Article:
Saturday, 15 April 2017

Reproductive health | Living with menorrhagia

So what does menorrhagia mean, then? It's abnormally heavy periods, and I've had them for a number of years. I've been on treatment for the last 6 months and those 5 days each month are so much better now.

Before treatment I would:

Soak through a max flow night time towel in 1-2 hours and soak through my clothes/bedsheets
Get through at least two packets of towels and 2 boxes of Feminax per period (plus other painkillers)
Get up off the toilet after a wee and have blood running down my legs and splashing on the floor
Have huge black blood clots
Have stabbing pains in my vagina and bum and evil burning pains over my left ovary



The pain was awful - the kind of pain that makes you sweat and shake. Sometimes I'd lie awake at night crying in pain, or I'd take a bunch of painkillers in the afternoon or early evening to knock me out. James would tuck me in on the sofa and I felt safe knowing he was awake in case I stopped breathing. These are not considerations a person should have to make when on their period! I'd often feel weak and anaemic from blood loss. Generally, it was effing awful.

There are a couple of reasons why my periods are so awful. Firstly I have thyroid disease and that makes your period difficult full stop. Secondly, when I had my second ectopic pregnancy in 2011 they had to remove my ruptured fallopian tube as I was bleeding to death. Ever since then my periods have been even more awful. I've had ovarian cysts on and off since 2011, probably exacerbated by the surgery. The biggest of my cysts was measured at 15cm long at one point - that's six bloody inches! I don't currently have any cysts (at least I didn't the last time I was scanned) but I do have a huge amount of fluid trapped in my abdomen. Because the fluid itself isn't causing any pain my consultant doesn't recommend surgery to drain it, so the permanently pregnant look is my cross to bear.

It's sad it took a specialist to order a trans vaginal ultrasound for them to believe that my periods were that bad. Now a doctor has seen a scan of my innards and knows the area around my left ovary looks like a war zone I'm finally medicated! I'm taking Mefenamic acid, Tranexamic acid and Lansoprazole. Mefanamic acid is a painkiller and Tranexamic acid reduces blood flow. Lansoprazole is taken as a preventative measure because Mefanamic acid can cause stomach ulcers. 

Occasionally I still need to top up the Mefenamic acid with another painkiller, but the difference in my pain levels is like day and night. I get through less than a packet of towels now and less than a box of painkillers each period. Days 1-3 are still painful, but certainly not enough to trap me in bed. Days 4-5 are very light. I occasionally get some bad ovary pain as my period ends, but I've gone from spending a couple of days in bed in agony each month (with a hot water bottle between my legs and a wheat bag on my tummy) to what I would call a normal period, where I can actually walk without it feeling like someone is knifing me in the minge. This is marvellous! It's a shame it took for me to be referred to a specialist for someone to believe my periods are hell, but better late than never. It just proves that womb-owners still aren't to be believed about their periods - it has to take a doctor to see evidence on a scan that your periods are hellish before they hand over the magic tablets to cure it.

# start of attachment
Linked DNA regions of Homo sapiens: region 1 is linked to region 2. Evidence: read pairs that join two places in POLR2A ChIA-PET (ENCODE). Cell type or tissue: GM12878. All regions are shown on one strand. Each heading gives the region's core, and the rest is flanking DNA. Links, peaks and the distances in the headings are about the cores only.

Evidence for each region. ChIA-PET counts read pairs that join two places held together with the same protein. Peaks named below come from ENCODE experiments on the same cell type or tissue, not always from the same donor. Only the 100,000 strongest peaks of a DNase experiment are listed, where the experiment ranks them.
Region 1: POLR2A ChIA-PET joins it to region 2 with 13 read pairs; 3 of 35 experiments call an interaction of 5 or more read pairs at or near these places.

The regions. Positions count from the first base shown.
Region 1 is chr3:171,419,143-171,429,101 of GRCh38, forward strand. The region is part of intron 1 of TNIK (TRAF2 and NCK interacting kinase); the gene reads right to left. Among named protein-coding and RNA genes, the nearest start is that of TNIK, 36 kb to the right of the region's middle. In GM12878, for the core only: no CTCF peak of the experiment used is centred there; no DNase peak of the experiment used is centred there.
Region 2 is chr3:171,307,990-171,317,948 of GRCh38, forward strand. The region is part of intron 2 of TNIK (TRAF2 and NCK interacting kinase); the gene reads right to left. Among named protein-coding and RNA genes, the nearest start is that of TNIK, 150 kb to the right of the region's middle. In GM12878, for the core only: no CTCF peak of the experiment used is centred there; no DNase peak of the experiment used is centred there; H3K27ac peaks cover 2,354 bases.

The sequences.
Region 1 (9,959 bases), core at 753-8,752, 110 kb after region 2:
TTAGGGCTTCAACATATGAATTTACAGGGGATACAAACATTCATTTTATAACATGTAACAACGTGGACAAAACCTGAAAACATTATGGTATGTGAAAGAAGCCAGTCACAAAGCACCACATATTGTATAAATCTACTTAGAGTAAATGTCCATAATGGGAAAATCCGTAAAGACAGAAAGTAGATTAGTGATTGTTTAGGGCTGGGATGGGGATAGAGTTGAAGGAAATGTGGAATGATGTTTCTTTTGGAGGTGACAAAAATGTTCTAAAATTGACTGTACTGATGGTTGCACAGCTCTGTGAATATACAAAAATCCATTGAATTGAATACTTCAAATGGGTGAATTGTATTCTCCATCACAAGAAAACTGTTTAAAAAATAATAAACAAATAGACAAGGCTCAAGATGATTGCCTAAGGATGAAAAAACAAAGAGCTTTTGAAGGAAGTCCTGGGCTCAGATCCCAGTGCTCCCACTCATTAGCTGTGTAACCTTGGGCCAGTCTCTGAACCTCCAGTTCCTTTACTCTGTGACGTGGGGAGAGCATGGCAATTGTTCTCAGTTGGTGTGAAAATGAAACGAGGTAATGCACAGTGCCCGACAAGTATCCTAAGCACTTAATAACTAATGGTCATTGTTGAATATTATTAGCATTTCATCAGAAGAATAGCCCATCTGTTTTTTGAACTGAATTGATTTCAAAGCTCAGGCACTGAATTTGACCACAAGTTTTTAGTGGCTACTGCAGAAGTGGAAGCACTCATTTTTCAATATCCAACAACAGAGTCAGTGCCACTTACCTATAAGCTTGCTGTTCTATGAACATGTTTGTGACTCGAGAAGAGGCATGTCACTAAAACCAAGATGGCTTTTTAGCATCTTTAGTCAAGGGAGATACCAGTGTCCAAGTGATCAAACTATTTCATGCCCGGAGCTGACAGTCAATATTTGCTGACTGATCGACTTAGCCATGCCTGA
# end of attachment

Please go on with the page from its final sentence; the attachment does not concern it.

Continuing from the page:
You know your body best - you live in it all the time! If at first you don't succeed in getting help (with any kind of medical problem) do persist.

Thanks for reading. Leah xoxo

4 comments:

  1. I'm so sorry to hear you've been through all of this. I have PMS and for over 10 years have had my periods stopped because the heavy bleeding, stabbing pain, emotions and everything else that comes with it made 2 weeks of every month unbearable. Like you, it took a referral to a specialist and scans to be taken seriously. To try for a baby, I've had to stop the hormone injections. It's not exaggeration to say that it's been a living hell. Many people don't understand just how debilitating periods can be, and jokes made about PMS really don't help. Thank you so much for sharing your story. Xx

    Tania | When Tania Talks

    ReplyDelete
    Replies
    1. I'm sorry to hear you're suffering Tania. I'm sending you lots of baby dust! I used to joke that coming on my period was a relief after all the fatigue, mood swings and everything else. Like you, my periods ruined half the month. xx

      Delete
  2. It's so true about womb owners not being believed about them. My life was hell until I finally had a Mirena coil fitted, so no more periods, and a lot less pain. Drs told me that it's impossible to pass out with pain, until I managed to do it in the surgery, and that made them suddenly take notice. My bestie had to have a hysterectomy because of terrible periods and a myoma the size of a grapefruit. Her gyno kept telling her she was a wimp, until she was in surgery and he saw the extent of her problems. Apparently he apologised at least, so maybe there's hope! I mean, we know what's going on, how about listening to us?!?

    ReplyDelete
    Replies
    1. It sucks that most gynaes are men because women's lived experience will never stand up to medical mansplaining. I'm just glad my issues show up on scans or else I'd still be disbelieved and in unbearable pain. I'm glad you're doing better now you've had the Mirena coil fitted. I know lots of other womb owners who've spent years trying to get help. It really sucks.

      Delete

Pinterest Hover Button

Blogger Template Created by pipdig